Where a freezone entity benefits from the 0% rate with respect to mainland sourced income, such income will be within the scope of withholding tax, which currently is also to be applied at 0%. Any mainland sourced income, other than what is defined above, will be subject to the usual rate.
The above is a lot to take in, especially to a jurisdiction not familiar with CT so the PCD includes a flowchart for ease of use and which we have included below to determine who is liable to pay tax.
Basis for Taxation
What determines if a person must pay CT?
The UAE has implemented the internationally recognized Residency test to determine if a person or company is liable to pay CT.
A person or a company is either a resident for tax purposes or is not.
For residents, the tests are fairly simple, and the following are residents for CT purposes.
UAE resident persons are liable for taxation on their worldwide income, barring the exemptions such as foreign branches or foreign shareholdings. Furthermore, where income is not exempt, but tax has already been paid on it overseas, then this can be used as a “foreign credit” for CT purposes.
Even non-residents can be subject to CT if the following applies:
To ascertain when a non-resident should be liable for taxation, the internationally utilized Permanent Establishment Principle (PEP) is used. The PEP concept for the UAE has been based on the Article 5 of the OECD Model Tax Convention.
The PEP determines if a company, which is generally regarded as a non-resident, has established a sufficient presence within the UAE that would make them liable for CT.
In order to satisfy the PEP, there are two main tests which are used:
a. Effectively, this means that if a company has any form of fixed establishment within the UAE, barring a few exceptions, then this establishment will pass the test and make the establishment liable for CT. This can even include a building site on which activities will exceed 6 months.
b. There are a few exceptions to the above:
i. If the activities carried on are auxiliary in nature, such as marketing research for e.g., or
ii. The fixed place is only used as storage for the foreign company’s goods.
2. Dependent agent test.
a. This is where UAE based persons habitually carry-on business on behalf of foreign companies including the ability to negotiate and conclude contracts.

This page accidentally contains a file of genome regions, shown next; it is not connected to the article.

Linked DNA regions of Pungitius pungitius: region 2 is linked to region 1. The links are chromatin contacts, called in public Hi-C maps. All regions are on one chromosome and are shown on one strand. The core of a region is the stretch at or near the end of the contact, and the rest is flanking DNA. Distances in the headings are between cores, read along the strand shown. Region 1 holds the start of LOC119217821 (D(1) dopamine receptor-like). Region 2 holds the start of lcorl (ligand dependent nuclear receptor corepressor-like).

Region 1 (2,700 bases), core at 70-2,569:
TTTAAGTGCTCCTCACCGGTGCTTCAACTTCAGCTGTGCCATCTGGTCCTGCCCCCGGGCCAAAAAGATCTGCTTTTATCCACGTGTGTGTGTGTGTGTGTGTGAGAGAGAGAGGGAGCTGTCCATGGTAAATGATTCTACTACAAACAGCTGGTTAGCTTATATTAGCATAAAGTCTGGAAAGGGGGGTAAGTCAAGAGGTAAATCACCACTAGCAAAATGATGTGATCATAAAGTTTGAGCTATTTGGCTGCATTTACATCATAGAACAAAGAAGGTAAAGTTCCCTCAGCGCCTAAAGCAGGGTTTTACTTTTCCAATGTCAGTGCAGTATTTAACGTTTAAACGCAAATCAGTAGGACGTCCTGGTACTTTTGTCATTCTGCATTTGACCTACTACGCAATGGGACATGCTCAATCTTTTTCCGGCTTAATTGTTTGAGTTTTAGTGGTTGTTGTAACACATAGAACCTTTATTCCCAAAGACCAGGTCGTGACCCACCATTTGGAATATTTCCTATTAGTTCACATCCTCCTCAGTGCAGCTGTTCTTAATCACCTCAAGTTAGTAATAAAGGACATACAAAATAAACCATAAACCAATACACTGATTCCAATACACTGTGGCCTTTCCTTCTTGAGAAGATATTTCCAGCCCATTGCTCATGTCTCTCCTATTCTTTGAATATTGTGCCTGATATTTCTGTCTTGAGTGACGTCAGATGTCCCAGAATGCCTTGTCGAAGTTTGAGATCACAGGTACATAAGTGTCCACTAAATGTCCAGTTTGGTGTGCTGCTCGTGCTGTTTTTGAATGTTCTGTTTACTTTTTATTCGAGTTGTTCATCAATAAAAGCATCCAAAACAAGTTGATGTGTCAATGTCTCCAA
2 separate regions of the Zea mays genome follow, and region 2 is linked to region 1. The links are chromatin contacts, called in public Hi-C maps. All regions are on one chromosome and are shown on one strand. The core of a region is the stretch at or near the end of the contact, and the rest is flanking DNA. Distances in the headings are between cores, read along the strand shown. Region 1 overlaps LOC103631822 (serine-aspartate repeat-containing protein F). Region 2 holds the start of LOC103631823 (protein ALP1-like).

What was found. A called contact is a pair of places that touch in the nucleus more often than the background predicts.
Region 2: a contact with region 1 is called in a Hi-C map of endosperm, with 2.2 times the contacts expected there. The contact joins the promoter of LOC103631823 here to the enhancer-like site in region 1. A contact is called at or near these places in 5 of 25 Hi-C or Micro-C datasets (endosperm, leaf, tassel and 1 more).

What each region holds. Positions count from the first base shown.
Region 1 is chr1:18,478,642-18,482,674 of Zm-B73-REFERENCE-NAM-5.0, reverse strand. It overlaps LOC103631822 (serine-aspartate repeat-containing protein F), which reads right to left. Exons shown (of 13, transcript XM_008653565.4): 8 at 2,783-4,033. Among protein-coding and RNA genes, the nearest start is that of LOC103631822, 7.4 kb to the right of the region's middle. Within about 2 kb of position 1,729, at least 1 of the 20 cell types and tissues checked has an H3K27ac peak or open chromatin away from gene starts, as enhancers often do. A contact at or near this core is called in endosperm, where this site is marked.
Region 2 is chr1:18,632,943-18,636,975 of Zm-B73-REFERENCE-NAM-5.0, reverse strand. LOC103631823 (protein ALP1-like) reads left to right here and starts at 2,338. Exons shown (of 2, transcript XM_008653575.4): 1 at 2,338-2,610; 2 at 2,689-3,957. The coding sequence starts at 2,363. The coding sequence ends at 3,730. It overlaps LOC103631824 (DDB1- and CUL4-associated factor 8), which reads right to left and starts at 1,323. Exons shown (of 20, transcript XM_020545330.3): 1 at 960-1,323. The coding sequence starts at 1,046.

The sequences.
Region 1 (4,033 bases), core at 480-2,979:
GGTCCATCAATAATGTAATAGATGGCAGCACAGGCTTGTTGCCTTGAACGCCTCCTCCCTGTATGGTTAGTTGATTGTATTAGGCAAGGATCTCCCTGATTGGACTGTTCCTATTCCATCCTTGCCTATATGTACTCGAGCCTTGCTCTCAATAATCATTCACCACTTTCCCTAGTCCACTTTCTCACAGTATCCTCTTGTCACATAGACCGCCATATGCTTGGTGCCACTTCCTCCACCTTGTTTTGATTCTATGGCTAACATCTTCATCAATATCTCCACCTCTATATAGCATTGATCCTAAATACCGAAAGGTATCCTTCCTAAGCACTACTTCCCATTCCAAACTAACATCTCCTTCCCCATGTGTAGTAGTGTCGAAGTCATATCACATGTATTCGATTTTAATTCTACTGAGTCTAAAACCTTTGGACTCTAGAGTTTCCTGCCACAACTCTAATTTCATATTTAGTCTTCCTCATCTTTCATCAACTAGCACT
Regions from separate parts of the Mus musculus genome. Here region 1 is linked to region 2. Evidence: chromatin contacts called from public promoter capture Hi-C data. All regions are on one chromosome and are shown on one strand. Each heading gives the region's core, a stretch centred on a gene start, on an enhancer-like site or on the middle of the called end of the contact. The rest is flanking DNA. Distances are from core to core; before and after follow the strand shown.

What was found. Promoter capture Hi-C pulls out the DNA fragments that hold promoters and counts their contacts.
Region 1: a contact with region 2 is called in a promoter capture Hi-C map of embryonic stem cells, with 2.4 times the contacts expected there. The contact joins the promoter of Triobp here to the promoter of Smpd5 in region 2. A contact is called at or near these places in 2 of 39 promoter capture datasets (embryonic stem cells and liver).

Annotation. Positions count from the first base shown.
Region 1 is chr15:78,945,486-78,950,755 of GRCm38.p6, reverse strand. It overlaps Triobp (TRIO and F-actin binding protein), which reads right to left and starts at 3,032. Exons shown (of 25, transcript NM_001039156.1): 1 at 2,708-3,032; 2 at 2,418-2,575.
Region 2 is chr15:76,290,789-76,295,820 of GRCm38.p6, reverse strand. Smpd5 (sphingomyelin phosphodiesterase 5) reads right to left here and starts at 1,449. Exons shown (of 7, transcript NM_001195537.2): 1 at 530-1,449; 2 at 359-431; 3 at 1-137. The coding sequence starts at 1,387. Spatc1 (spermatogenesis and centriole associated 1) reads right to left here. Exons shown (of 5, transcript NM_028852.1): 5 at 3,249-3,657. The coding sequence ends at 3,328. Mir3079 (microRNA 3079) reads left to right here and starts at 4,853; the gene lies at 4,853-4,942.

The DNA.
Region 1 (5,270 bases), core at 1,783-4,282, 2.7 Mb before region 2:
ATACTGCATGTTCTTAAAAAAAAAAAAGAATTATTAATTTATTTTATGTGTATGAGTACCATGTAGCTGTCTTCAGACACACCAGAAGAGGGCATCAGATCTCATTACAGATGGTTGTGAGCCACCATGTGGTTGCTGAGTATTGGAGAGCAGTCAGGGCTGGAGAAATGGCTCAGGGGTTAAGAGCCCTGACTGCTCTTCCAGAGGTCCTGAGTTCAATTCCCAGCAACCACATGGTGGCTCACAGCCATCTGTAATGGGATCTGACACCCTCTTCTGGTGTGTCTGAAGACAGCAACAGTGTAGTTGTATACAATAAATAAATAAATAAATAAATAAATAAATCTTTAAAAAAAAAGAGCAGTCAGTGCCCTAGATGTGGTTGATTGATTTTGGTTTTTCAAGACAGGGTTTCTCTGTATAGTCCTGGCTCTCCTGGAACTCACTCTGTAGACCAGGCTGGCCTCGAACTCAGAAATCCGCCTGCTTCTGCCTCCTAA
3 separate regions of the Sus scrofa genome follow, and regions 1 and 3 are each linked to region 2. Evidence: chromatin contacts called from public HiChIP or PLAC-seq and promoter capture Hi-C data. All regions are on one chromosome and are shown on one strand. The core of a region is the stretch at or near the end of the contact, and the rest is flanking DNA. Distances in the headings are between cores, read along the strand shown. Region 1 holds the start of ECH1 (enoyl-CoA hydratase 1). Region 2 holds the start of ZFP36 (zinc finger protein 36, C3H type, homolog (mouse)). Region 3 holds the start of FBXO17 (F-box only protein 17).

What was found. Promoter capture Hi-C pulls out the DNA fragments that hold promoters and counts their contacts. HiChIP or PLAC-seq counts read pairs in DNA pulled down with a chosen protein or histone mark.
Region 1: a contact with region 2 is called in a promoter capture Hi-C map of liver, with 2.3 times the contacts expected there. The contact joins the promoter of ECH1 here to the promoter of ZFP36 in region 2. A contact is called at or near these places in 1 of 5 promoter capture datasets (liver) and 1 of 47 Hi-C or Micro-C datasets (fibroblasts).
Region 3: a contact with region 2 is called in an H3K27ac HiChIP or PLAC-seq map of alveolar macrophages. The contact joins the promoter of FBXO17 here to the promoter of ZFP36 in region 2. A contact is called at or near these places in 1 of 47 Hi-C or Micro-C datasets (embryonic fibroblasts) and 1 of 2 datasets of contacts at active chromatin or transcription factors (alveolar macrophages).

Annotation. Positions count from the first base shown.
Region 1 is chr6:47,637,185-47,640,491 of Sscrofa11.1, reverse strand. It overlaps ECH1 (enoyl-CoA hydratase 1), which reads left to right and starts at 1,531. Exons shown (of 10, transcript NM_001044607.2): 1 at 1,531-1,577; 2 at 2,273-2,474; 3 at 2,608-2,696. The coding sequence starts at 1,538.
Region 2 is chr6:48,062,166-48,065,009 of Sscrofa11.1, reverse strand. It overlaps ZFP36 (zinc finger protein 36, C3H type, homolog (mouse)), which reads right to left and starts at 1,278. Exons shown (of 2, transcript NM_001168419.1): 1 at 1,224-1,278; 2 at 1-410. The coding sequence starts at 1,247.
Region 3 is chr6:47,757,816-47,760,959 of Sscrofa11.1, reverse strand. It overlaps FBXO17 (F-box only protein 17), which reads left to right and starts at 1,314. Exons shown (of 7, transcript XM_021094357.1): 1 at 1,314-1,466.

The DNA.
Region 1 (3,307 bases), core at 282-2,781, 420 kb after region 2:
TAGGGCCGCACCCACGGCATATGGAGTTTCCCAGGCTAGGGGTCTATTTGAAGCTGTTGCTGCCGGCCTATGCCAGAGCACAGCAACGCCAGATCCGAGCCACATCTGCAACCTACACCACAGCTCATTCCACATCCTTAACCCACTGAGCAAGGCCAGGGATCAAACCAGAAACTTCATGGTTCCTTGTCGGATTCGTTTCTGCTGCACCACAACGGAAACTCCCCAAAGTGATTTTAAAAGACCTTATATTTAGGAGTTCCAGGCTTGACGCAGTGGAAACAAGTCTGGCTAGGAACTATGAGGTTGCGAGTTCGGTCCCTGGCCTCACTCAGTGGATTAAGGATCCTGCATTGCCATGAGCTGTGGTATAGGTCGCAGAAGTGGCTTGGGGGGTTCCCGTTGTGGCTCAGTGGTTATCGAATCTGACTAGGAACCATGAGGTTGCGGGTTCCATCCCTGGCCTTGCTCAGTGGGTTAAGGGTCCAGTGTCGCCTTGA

b. This would not apply where a person assists a foreign company in the course and scope of their own business, i.e., not employed by the foreign company.
c. This test can be utilized in the case of a Freezone company and a person doing business onshore as well.
If a person does not satisfy the PEP requirements but earns a UAE sourced income, it will be subject to a withholding tax at 0%.
Calculation of due tax
We now progress to the all-important question of how due CT is calculated.
Again, the UAE have closely followed the international standards in this regard.
Tax will be paid at the end of each financial year, which if a company does not have a set one, will be the end of each Gregorian year.
As highlighted above, the tax rate is simple and the way it is calculated on the final taxable figure is also simple, but to get to the final taxable figure is slightly more complicated.
The exact method is too complex to explain in detail however for simple purposes, one would need to calculate their net-profit and then include other factors.
Calculating the net-profit itself, is fairly easy, by calculating total profit less expenses. However, this would not necessarily give you your final taxable amount as there are other factors to consider.
If the have been loses in the previous financial year, they may be able to be carried forward up to a maximum of 75% of the future taxable income, or 50% if a single shareholder owns more than 50% of the shares in a company.
There will further be consideration of unrealized gains and loses which will be determined by specific rules which have yet to be published.
Accordingly, it would be advisable, depending on the size of the business, to have a professional firm assist with calculating what tax is due to avoid under payments and related penalties.
Accordingly, one can now see that CT is not just a rumor that may or may not be implemented in the far future, but has been thought out, and is clearly something that is coming soon and will impact the commercial industry significantly.
Businesses need to hit the ground running and where it has been common (especially in smaller or single owner businesses) to have financial books being kept in a casual manner; this will no longer be an advisable option with which to manage a business.
Financial records will need to be kept in a meticulous manner to ensure that reports can be conducted in accordance with international accounting standards and to ensure that the correct tax amounts are paid.
This article merely discusses the basics of the intended upcoming CT and there will be further in-depth considerations that will need to be made by business owners. It is not uncommon for there to be substantial and complicated corporate structures in the UAE that were originally (and legally) made with the intention of not having to pay full tax in foreign jurisdictions and which may no longer work now given the incoming CT and is certainly something for businesses to consider.
CT is going to influence, not just businesses, but everyday life as well, as no doubt companies will increases prices to maintain their profit margins. At the end of the day though, CT is coming, and is just another crucial and necessary step the UAE is taking in transformation and moving away from being reliant on oil.